Hmm… seals and Mt. Rainier? are you near Ruston? Redondo? Surely you can’t see the mountain from Seattle! We’re in the Sumner valley with the mountain rising above and the slogan “Live Like the Mountain Is Out” on the side of a local coffee shop. I think it is the thing I will miss most when we move to Arizona in a couple of years. And the green, of course. I look forward to the baking joint-relieving heat and the year-round golf season, but I will certainly miss the pervasive verdancy we’ll leave behind!
The thing I really love about DC is how engaged and informed people are. Small talk can turn in to substantive interesting conversations very quickly. I remember being in a cab with an Uzbek friend, talking in Russian, when the west African cab driver who studied in Moscow joined in. I love that kind of moment. That and the cherry blossoms in the spring.
I live adjacent to a 2000 acre tract of private timber land that is open to the public for recreational use, except on the rare occasions when they’re harvesting timber. It’s crisscrossed with miles of woods roads. I often walk out there for an hour or two at a time without meeting another human being. It’s like living next to a park that almost nobody else knows exists.
Growing up in the concrete jungle of suburban New Jersey, I’m thrilled to live in the foothills of Northern New Mexico now. There are wonderful mountains, with pines and sagebrush that really help me feel more connected with the land. I live on top of a mesa with really fantastic vistas at some points.
One of the better views I have, is of that of the Sangre de Cristo Mountains during the day (currently snowcapped) and a lovely view of Santa Fe at night. Beautiful wide valleys with alternating earth and brown, and fantastic topographical contours.
I was very lucky to have gotten to this town.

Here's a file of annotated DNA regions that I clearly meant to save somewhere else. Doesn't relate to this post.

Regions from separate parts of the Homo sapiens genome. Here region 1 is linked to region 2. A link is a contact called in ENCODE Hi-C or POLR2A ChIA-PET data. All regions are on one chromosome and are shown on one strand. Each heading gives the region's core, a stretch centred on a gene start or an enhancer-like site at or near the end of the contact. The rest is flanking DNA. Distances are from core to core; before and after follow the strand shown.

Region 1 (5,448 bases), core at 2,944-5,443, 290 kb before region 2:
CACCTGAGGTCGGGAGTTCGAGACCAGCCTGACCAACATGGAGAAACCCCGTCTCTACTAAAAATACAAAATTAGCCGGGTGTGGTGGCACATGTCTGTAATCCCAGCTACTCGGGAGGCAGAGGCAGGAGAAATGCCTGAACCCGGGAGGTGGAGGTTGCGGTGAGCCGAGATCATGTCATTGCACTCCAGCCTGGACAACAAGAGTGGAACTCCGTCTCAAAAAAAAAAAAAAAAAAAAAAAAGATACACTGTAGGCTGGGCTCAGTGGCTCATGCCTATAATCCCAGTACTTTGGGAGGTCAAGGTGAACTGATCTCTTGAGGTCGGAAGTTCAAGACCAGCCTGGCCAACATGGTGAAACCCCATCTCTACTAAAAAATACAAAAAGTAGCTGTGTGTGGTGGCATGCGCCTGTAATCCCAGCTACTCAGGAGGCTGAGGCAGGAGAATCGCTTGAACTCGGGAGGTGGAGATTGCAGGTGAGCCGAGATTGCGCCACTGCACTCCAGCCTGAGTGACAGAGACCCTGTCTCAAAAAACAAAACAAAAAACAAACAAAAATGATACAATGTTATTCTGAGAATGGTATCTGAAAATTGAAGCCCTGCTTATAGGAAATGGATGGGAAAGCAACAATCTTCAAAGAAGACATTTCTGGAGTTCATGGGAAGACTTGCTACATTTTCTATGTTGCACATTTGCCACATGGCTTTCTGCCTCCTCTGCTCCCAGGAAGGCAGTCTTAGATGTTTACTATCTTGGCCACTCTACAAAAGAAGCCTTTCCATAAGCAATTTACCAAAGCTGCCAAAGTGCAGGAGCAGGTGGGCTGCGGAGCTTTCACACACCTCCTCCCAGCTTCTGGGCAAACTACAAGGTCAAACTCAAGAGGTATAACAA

The breaded tenderloin sandwich is not widely known outside Indiana, but we love them here. A piece of pork tenderloin is pounded out to a size 2 or 3 times the size of a hamburger bun, coated with a seasoned breading, and deep fried. It’s served on a large burger bun, typically with lettuce, pickle slices, onion, and mayo.
Across the street in my view right now as I type is a paved bike trail. That trail leads to others that eventually connect with the American River Bike Trail, which leads all the way to Sacramento and beyond - 32+ miles of car-free, relatively flat cycling thru a vast green belt that splits the urban area down the middle. I can get on my bike from home and ride 60+ miles round-trip to Old Town and back with no cars. The parkway has restrooms and water fountains every few miles, and comes close to a number of restaurants, bakeries, and coffee shops that make a nice break at whatever turn-around distance you want to do.
I feel fortunate to have lived in a bike-friendly city (Madison, WI). There are a number of old train tracks that have been converted to bike paths, and a combination of three of those would get me from home to work on the other side of town.
Though if I was running late, I could weave in and out of traffic on busy streets and everyone was polite about it.
The problem, as you can guess, is… well, it’s Wisconsin. I’d KILL to live somewhere I could (comfortably/safely) bike all year round.
Inspired by the OP’s butterflies, we have lightning bugs. They make for magical summer evenings.
Not really “little”, but I like being on the water (the Hudson River specifically). Plus everything is in walking distance. Plus I can hop on the ferry and be in Manhattan in 10 minutes (back when that was a thing).
I always found it odd that for a city made up of mostly islands and rivers, “being along the water” isn’t usually a consideration when looking for a place to live. Probably because it tends to put you in out of the way parts of the city.
A bit of a hijack - I was in the Cdn Navy and we do our basic naval officer training on the west coast. I did mine 30 some years ago and the Ruston stack was an absolute boon to us when we were doing navigation training and steaming through those waters. I believe the stack was destroyed several years ago was it not?
Reading about the OP’s butterflies made me think of one of the little appreciations I have for city life: hanging out on a nice summer evening and not being set upon by mosquitos or other flying things. Also how I enjoy walking around at night. Not like I have vampire leanings but I like seeing the lights and the light mood of people going out for some fun. Can get kinda ugly after 10 or so though but I’m usually in by then.
We live (since 2012) in the small medieval city of Kampen (Netherlands), once a major member of the Hanseatic League and at that time the country’s most important city. Many old buildings have been preserved, and stepping out of our 17th century house (or our gallery 30 meters further) we are immediately in the heart of it. It never ceases to please and amaze me.